Claude Kleynhans was a hunting safari operator with years of experience. In May this year, he was killed by a buffalo. In the wildlife-centric town of Hoedspruit near Kruger National Park, he was thought of as an ethical hunter. This means he had to adhere to strict quotas and rules for hunting. This is way outside of the uncontrolled and devastatingly cruel practices of poachers who snare animals, or stun them with bullets and hack off horns and tusks while they still live. Nevertheless, as points out, he has been mislabeled a poacher by animal lovers on social media.

Hunting debate rages on and gets vitriolic

When it comes to hunting, most voices are raised against the sustainable wildlife practice of hunting in Africa. However, the USA carries out the same quota system for hunters. Voices rise against them as well, but it seems Africa is the main target of those who assume there's enough space for all animals to live freely. In fact, across the continent, most wildlife authorities operate under the concept of diversity. In other words, no single species outweighs the importance of another. The anti-hunting fraternity often becomes vicious. For example, on Facebook, about the death of Claude Kleynhans, one person wrote, "This truly made my day. Best news ever.

Justice was served." Another noted, " I doubt that in heaven there are criminals like you. Your place is in the worst hell."

From the perspective of those professionals who dedicated their lives to conserving wildlife, there is a very different attitude. In his book," MacPherson's Elephant," long-term wildlife management expert and author, Edward Ostrosky made note of it.

Although his book was fictionalized, much of it was based on 41 years of management and anti-poaching experience. He wrote: "While no layman would think of telling a surgeon, or even a television repairman how to do his job, everyone who has ever visited a game reserve...thinks they can run a reserve...better than those of us who have dedicated our lives to these professions."

Hunting discussions on social media possibly the most heated

The conservationists who believe that animals need to be controlled in order to not overstock reserves get a lot of trolling.

When asked if there are alternatives to letting the animals strip the land, starve and die lingering deaths, there are never any applicable answers. That's because scientists still don't know the answer on how to resolve the human/large animal conflicts that happen when wild animals become over-populated. When lions get chased out their territory, they become a real danger to locals living nearby. When buffalo populations increase beyond a sustainable level, they bring more danger to local people than many other animals with claws. Many people die from elephant attacks in Africa. But, if they are shot to control their numbers, people like Claude Kleynhans literally have critics dancing on their graves.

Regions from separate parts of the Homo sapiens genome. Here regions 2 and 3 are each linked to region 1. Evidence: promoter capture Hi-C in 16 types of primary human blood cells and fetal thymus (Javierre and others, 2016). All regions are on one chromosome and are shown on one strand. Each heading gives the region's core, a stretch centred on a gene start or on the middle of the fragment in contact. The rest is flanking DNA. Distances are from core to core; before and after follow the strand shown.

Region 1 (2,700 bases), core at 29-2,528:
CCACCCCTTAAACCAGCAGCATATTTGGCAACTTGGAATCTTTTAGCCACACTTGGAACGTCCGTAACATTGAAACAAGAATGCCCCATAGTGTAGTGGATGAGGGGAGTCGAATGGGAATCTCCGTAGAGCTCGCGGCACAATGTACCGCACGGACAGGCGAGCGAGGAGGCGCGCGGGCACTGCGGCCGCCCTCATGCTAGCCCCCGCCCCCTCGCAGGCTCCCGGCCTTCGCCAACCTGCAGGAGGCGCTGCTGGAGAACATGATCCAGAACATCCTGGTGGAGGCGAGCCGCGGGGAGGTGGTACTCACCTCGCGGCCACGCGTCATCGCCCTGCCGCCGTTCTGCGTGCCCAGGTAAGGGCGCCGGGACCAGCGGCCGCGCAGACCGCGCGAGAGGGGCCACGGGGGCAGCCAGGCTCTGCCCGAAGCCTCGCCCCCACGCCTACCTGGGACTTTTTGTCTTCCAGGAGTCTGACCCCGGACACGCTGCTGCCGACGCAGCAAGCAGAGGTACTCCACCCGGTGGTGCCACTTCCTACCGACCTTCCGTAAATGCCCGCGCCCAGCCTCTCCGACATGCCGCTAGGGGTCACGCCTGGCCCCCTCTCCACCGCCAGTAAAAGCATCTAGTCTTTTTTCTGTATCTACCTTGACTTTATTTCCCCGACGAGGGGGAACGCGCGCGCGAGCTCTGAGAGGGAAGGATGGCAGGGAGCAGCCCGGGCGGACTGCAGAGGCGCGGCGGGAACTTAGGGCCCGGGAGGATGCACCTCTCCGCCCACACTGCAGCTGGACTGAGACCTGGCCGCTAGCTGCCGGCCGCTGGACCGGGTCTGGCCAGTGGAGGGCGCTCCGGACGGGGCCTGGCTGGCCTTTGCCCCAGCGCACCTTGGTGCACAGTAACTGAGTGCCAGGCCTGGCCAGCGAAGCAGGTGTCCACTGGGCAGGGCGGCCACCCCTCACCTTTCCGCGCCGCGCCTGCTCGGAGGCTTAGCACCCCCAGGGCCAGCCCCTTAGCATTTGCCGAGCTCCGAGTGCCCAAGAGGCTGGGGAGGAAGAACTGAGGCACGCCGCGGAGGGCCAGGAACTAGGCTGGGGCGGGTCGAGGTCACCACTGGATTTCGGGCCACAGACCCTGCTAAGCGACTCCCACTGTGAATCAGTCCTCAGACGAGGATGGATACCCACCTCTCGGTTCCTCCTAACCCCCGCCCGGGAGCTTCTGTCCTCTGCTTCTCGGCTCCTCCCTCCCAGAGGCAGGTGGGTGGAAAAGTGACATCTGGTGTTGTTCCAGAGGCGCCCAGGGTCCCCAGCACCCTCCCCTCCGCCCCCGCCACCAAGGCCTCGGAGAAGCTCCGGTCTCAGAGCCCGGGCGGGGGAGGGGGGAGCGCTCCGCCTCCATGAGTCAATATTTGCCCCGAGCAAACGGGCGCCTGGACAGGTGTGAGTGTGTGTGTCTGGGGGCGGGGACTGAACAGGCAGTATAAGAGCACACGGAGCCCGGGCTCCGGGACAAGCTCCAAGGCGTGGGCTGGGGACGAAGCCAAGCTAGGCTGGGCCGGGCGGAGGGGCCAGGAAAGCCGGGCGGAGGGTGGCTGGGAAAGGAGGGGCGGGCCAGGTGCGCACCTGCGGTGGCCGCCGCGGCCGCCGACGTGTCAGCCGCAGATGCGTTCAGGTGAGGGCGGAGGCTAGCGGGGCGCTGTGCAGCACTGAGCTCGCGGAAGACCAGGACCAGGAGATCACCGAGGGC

It matters not what side of the debate you take, you will likely get hate mail and nasty comments. People across the world who love nature and animals have that single common bond. It's the differences in opinion on how to best protect them that causes division. For a hunter like Kleynhans, he probably believed that he was helping to control animal numbers, create employment, and attach a value to wildlife. For others, it sticks in their craw, that wealthy people get enjoyment through a blood sport.

World Wildlife Fund calls for an international animal management committee

A recent call by the WWF was for an international committee to be set up. Rather like the Paris Climate Accord, the management of animal populations is envisaged to be overseen under a global set of rules.

Animal lovers who oppose hunting may be disappointed to note that they do support hunting activities, to a certain extent. According to their website, "In certain limited and rigorously controlled cases, including for threatened species, scientific evidence has shown that trophy hunting can be an effective conservation tool as part of a broad mix of strategies."

They also note that "Conservation programmes that include trophy hunting must be sustainable and benefit the wildlife populations of affected species, their habitats, and associated ecosystems. They must also benefit local communities and be legally, culturally and religiously appropriate within the region."

It would seem that even under a global committee, the clash between hunters and those who oppose the practice won't simply melt away.

Both sides have admirable opinions and objectives. For the animals trapped between humankind's rapacious appetite for stripping nature's resources in all its forms, the future looks bleak. The sad side of it all is that the only innocents in the hate-debate are the animals that die, either by starvation, poaching, an imbalanced ecosystem, or through the hunter's bullets.